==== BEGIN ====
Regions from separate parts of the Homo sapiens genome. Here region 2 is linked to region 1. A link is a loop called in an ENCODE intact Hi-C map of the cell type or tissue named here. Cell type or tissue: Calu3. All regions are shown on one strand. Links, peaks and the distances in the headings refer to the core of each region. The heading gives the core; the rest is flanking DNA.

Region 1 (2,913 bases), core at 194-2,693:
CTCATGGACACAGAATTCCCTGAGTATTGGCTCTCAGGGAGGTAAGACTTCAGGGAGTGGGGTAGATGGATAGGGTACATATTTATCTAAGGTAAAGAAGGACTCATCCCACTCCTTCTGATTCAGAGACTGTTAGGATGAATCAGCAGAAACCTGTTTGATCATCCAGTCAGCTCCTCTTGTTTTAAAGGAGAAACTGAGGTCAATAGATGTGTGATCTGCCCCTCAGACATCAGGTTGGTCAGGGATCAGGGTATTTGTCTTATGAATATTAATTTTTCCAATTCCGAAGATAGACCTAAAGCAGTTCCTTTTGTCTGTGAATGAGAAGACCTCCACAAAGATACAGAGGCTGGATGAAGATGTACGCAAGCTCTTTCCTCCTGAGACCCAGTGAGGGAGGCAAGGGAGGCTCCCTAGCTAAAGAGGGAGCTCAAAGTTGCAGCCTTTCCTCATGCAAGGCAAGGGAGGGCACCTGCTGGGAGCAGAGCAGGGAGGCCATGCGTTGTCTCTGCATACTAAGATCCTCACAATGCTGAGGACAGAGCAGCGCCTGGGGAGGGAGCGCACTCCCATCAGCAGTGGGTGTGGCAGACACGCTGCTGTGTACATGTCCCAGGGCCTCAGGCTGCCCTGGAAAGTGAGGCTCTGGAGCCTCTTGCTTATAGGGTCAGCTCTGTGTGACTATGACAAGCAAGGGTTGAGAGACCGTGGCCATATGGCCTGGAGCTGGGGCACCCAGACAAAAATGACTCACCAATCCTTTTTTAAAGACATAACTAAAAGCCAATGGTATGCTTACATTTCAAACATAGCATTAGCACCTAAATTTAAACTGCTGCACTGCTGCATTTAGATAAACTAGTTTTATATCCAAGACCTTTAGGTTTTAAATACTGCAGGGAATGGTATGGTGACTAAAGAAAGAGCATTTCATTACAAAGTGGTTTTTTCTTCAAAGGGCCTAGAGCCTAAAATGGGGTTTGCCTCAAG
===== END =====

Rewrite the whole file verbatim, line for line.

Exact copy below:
Regions from separate parts of the Homo sapiens genome. Here region 2 is linked to region 1. A link is a loop called in an ENCODE intact Hi-C map of the cell type or tissue named here. Cell type or tissue: Calu3. All regions are shown on one strand. Links, peaks and the distances in the headings refer to the core of each region. The heading gives the core; the rest is flanking DNA.

Region 1 (2,913 bases), core at 194-2,693:
CTCATGGACACAGAATTCCCTGAGTATTGGCTCTCAGGGAGGTAAGACTTCAGGGAGTGGGGTAGATGGATAGGGTACATATTTATCTAAGGTAAAGAAGGACTCATCCCACTCCTTCTGATTCAGAGACTGTTAGGATGAATCAGCAGAAACCTGTTTGATCATCCAGTCAGCTCCTCTTGTTTTAAAGGAGAAACTGAGGTCAATAGATGTGTGATCTGCCCCTCAGACATCAGGTTGGTCAGGGATCAGGGTATTTGTCTTATGAATATTAATTTTTCCAATTCCGAAGATAGACCTAAAGCAGTTCCTTTTGTCTGTGAATGAGAAGACCTCCACAAAGATACAGAGGCTGGATGAAGATGTACGCAAGCTCTTTCCTCCTGAGACCCAGTGAGGGAGGCAAGGGAGGCTCCCTAGCTAAAGAGGGAGCTCAAAGTTGCAGCCTTTCCTCATGCAAGGCAAGGGAGGGCACCTGCTGGGAGCAGAGCAGGGAGGCCATGCGTTGTCTCTGCATACTAAGATCCTCACAATGCTGAGGACAGAGCAGCGCCTGGGGAGGGAGCGCACTCCCATCAGCAGTGGGTGTGGCAGACACGCTGCTGTGTACATGTCCCAGGGCCTCAGGCTGCCCTGGAAAGTGAGGCTCTGGAGCCTCTTGCTTATAGGGTCAGCTCTGTGTGACTATGACAAGCAAGGGTTGAGAGACCGTGGCCATATGGCCTGGAGCTGGGGCACCCAGACAAAAATGACTCACCAATCCTTTTTTAAAGACATAACTAAAAGCCAATGGTATGCTTACATTTCAAACATAGCATTAGCACCTAAATTTAAACTGCTGCACTGCTGCATTTAGATAAACTAGTTTTATATCCAAGACCTTTAGGTTTTAAATACTGCAGGGAATGGTATGGTGACTAAAGAAAGAGCATTTCATTACAAAGTGGTTTTTTCTTCAAAGGGCCTAGAGCCTAAAATGGGGTTTGCCTCAAG